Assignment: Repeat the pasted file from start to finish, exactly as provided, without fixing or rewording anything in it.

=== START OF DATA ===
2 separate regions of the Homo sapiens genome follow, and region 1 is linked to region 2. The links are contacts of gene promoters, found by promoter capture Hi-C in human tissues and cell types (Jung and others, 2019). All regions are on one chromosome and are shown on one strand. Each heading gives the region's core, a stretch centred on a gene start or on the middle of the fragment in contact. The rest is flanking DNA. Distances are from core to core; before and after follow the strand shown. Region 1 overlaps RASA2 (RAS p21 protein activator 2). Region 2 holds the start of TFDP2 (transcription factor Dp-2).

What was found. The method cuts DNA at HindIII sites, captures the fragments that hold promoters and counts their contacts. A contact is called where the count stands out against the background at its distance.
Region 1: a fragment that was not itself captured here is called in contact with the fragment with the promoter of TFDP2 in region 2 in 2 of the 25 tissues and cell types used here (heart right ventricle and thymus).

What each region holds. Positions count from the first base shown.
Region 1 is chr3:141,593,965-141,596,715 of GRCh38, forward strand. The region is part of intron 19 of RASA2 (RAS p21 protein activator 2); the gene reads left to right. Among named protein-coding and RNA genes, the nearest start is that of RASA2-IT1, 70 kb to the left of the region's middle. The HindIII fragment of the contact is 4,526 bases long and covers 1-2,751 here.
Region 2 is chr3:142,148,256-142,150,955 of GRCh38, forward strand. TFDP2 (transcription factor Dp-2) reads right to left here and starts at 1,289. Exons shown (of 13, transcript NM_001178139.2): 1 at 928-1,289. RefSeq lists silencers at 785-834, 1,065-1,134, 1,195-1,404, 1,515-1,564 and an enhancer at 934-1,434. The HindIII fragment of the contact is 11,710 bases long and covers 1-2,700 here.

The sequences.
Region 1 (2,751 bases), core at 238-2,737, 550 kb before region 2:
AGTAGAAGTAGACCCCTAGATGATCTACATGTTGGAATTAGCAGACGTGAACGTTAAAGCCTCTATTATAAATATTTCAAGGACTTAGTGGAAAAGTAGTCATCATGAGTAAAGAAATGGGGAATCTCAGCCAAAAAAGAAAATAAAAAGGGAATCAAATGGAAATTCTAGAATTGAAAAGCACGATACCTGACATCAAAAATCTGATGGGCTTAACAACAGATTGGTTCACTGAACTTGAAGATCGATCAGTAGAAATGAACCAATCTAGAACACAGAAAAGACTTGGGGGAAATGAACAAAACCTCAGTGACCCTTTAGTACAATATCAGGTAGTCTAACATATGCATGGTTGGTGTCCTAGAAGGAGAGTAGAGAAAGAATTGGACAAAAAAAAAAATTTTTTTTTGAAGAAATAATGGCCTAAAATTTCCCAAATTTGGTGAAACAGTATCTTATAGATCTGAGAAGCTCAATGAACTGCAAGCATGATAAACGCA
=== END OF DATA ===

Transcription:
2 separate regions of the Homo sapiens genome follow, and region 1 is linked to region 2. The links are contacts of gene promoters, found by promoter capture Hi-C in human tissues and cell types (Jung and others, 2019). All regions are on one chromosome and are shown on one strand. Each heading gives the region's core, a stretch centred on a gene start or on the middle of the fragment in contact. The rest is flanking DNA. Distances are from core to core; before and after follow the strand shown. Region 1 overlaps RASA2 (RAS p21 protein activator 2). Region 2 holds the start of TFDP2 (transcription factor Dp-2).

What was found. The method cuts DNA at HindIII sites, captures the fragments that hold promoters and counts their contacts. A contact is called where the count stands out against the background at its distance.
Region 1: a fragment that was not itself captured here is called in contact with the fragment with the promoter of TFDP2 in region 2 in 2 of the 25 tissues and cell types used here (heart right ventricle and thymus).

What each region holds. Positions count from the first base shown.
Region 1 is chr3:141,593,965-141,596,715 of GRCh38, forward strand. The region is part of intron 19 of RASA2 (RAS p21 protein activator 2); the gene reads left to right. Among named protein-coding and RNA genes, the nearest start is that of RASA2-IT1, 70 kb to the left of the region's middle. The HindIII fragment of the contact is 4,526 bases long and covers 1-2,751 here.
Region 2 is chr3:142,148,256-142,150,955 of GRCh38, forward strand. TFDP2 (transcription factor Dp-2) reads right to left here and starts at 1,289. Exons shown (of 13, transcript NM_001178139.2): 1 at 928-1,289. RefSeq lists silencers at 785-834, 1,065-1,134, 1,195-1,404, 1,515-1,564 and an enhancer at 934-1,434. The HindIII fragment of the contact is 11,710 bases long and covers 1-2,700 here.

The sequences.
Region 1 (2,751 bases), core at 238-2,737, 550 kb before region 2:
AGTAGAAGTAGACCCCTAGATGATCTACATGTTGGAATTAGCAGACGTGAACGTTAAAGCCTCTATTATAAATATTTCAAGGACTTAGTGGAAAAGTAGTCATCATGAGTAAAGAAATGGGGAATCTCAGCCAAAAAAGAAAATAAAAAGGGAATCAAATGGAAATTCTAGAATTGAAAAGCACGATACCTGACATCAAAAATCTGATGGGCTTAACAACAGATTGGTTCACTGAACTTGAAGATCGATCAGTAGAAATGAACCAATCTAGAACACAGAAAAGACTTGGGGGAAATGAACAAAACCTCAGTGACCCTTTAGTACAATATCAGGTAGTCTAACATATGCATGGTTGGTGTCCTAGAAGGAGAGTAGAGAAAGAATTGGACAAAAAAAAAAATTTTTTTTTGAAGAAATAATGGCCTAAAATTTCCCAAATTTGGTGAAACAGTATCTTATAGATCTGAGAAGCTCAATGAACTGCAAGCATGATAAACGCA